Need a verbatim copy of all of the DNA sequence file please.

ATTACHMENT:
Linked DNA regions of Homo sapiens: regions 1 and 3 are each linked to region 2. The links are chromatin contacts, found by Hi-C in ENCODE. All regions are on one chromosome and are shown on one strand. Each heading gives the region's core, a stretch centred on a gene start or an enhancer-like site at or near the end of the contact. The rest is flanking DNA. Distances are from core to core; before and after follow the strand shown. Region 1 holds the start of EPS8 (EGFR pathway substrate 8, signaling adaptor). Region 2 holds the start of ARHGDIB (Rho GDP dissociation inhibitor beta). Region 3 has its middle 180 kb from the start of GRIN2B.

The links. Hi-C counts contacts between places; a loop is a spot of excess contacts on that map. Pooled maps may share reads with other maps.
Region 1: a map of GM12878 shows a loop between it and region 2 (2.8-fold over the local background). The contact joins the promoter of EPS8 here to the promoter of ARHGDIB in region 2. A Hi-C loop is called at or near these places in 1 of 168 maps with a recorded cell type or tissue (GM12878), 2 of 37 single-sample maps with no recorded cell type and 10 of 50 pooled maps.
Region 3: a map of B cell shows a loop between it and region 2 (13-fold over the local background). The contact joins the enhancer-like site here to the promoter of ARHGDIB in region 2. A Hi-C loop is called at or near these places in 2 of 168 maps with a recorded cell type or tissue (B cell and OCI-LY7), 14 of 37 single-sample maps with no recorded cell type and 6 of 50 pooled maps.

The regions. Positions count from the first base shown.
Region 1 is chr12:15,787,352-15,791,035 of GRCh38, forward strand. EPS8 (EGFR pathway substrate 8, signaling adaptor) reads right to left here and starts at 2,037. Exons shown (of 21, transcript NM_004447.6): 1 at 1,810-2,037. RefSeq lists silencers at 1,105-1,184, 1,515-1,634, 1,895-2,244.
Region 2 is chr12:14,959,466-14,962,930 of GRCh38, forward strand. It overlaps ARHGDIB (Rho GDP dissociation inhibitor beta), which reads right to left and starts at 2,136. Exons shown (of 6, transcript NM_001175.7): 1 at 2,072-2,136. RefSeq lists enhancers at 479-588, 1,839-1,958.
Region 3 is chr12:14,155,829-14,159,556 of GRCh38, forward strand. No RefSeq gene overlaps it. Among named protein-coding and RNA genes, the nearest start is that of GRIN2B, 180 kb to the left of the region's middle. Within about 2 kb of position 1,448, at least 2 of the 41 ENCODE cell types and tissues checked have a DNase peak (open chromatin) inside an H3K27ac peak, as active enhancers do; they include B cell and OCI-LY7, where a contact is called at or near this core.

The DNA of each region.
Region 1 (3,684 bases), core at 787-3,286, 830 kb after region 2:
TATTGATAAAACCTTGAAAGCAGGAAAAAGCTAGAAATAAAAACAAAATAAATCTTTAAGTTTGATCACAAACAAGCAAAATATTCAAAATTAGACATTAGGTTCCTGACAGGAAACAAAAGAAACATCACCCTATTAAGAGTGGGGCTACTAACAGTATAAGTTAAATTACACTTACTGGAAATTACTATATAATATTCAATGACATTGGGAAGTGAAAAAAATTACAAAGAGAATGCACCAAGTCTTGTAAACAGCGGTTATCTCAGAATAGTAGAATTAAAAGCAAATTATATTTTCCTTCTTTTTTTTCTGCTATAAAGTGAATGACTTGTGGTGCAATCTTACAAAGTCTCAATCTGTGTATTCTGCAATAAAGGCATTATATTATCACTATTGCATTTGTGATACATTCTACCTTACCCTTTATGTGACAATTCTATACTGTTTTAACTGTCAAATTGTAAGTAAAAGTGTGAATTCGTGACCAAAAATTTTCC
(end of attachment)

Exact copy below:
Linked DNA regions of Homo sapiens: regions 1 and 3 are each linked to region 2. The links are chromatin contacts, found by Hi-C in ENCODE. All regions are on one chromosome and are shown on one strand. Each heading gives the region's core, a stretch centred on a gene start or an enhancer-like site at or near the end of the contact. The rest is flanking DNA. Distances are from core to core; before and after follow the strand shown. Region 1 holds the start of EPS8 (EGFR pathway substrate 8, signaling adaptor). Region 2 holds the start of ARHGDIB (Rho GDP dissociation inhibitor beta). Region 3 has its middle 180 kb from the start of GRIN2B.

The links. Hi-C counts contacts between places; a loop is a spot of excess contacts on that map. Pooled maps may share reads with other maps.
Region 1: a map of GM12878 shows a loop between it and region 2 (2.8-fold over the local background). The contact joins the promoter of EPS8 here to the promoter of ARHGDIB in region 2. A Hi-C loop is called at or near these places in 1 of 168 maps with a recorded cell type or tissue (GM12878), 2 of 37 single-sample maps with no recorded cell type and 10 of 50 pooled maps.
Region 3: a map of B cell shows a loop between it and region 2 (13-fold over the local background). The contact joins the enhancer-like site here to the promoter of ARHGDIB in region 2. A Hi-C loop is called at or near these places in 2 of 168 maps with a recorded cell type or tissue (B cell and OCI-LY7), 14 of 37 single-sample maps with no recorded cell type and 6 of 50 pooled maps.

The regions. Positions count from the first base shown.
Region 1 is chr12:15,787,352-15,791,035 of GRCh38, forward strand. EPS8 (EGFR pathway substrate 8, signaling adaptor) reads right to left here and starts at 2,037. Exons shown (of 21, transcript NM_004447.6): 1 at 1,810-2,037. RefSeq lists silencers at 1,105-1,184, 1,515-1,634, 1,895-2,244.
Region 2 is chr12:14,959,466-14,962,930 of GRCh38, forward strand. It overlaps ARHGDIB (Rho GDP dissociation inhibitor beta), which reads right to left and starts at 2,136. Exons shown (of 6, transcript NM_001175.7): 1 at 2,072-2,136. RefSeq lists enhancers at 479-588, 1,839-1,958.
Region 3 is chr12:14,155,829-14,159,556 of GRCh38, forward strand. No RefSeq gene overlaps it. Among named protein-coding and RNA genes, the nearest start is that of GRIN2B, 180 kb to the left of the region's middle. Within about 2 kb of position 1,448, at least 2 of the 41 ENCODE cell types and tissues checked have a DNase peak (open chromatin) inside an H3K27ac peak, as active enhancers do; they include B cell and OCI-LY7, where a contact is called at or near this core.

The DNA of each region.
Region 1 (3,684 bases), core at 787-3,286, 830 kb after region 2:
TATTGATAAAACCTTGAAAGCAGGAAAAAGCTAGAAATAAAAACAAAATAAATCTTTAAGTTTGATCACAAACAAGCAAAATATTCAAAATTAGACATTAGGTTCCTGACAGGAAACAAAAGAAACATCACCCTATTAAGAGTGGGGCTACTAACAGTATAAGTTAAATTACACTTACTGGAAATTACTATATAATATTCAATGACATTGGGAAGTGAAAAAAATTACAAAGAGAATGCACCAAGTCTTGTAAACAGCGGTTATCTCAGAATAGTAGAATTAAAAGCAAATTATATTTTCCTTCTTTTTTTTCTGCTATAAAGTGAATGACTTGTGGTGCAATCTTACAAAGTCTCAATCTGTGTATTCTGCAATAAAGGCATTATATTATCACTATTGCATTTGTGATACATTCTACCTTACCCTTTATGTGACAATTCTATACTGTTTTAACTGTCAAATTGTAAGTAAAAGTGTGAATTCGTGACCAAAAATTTTCC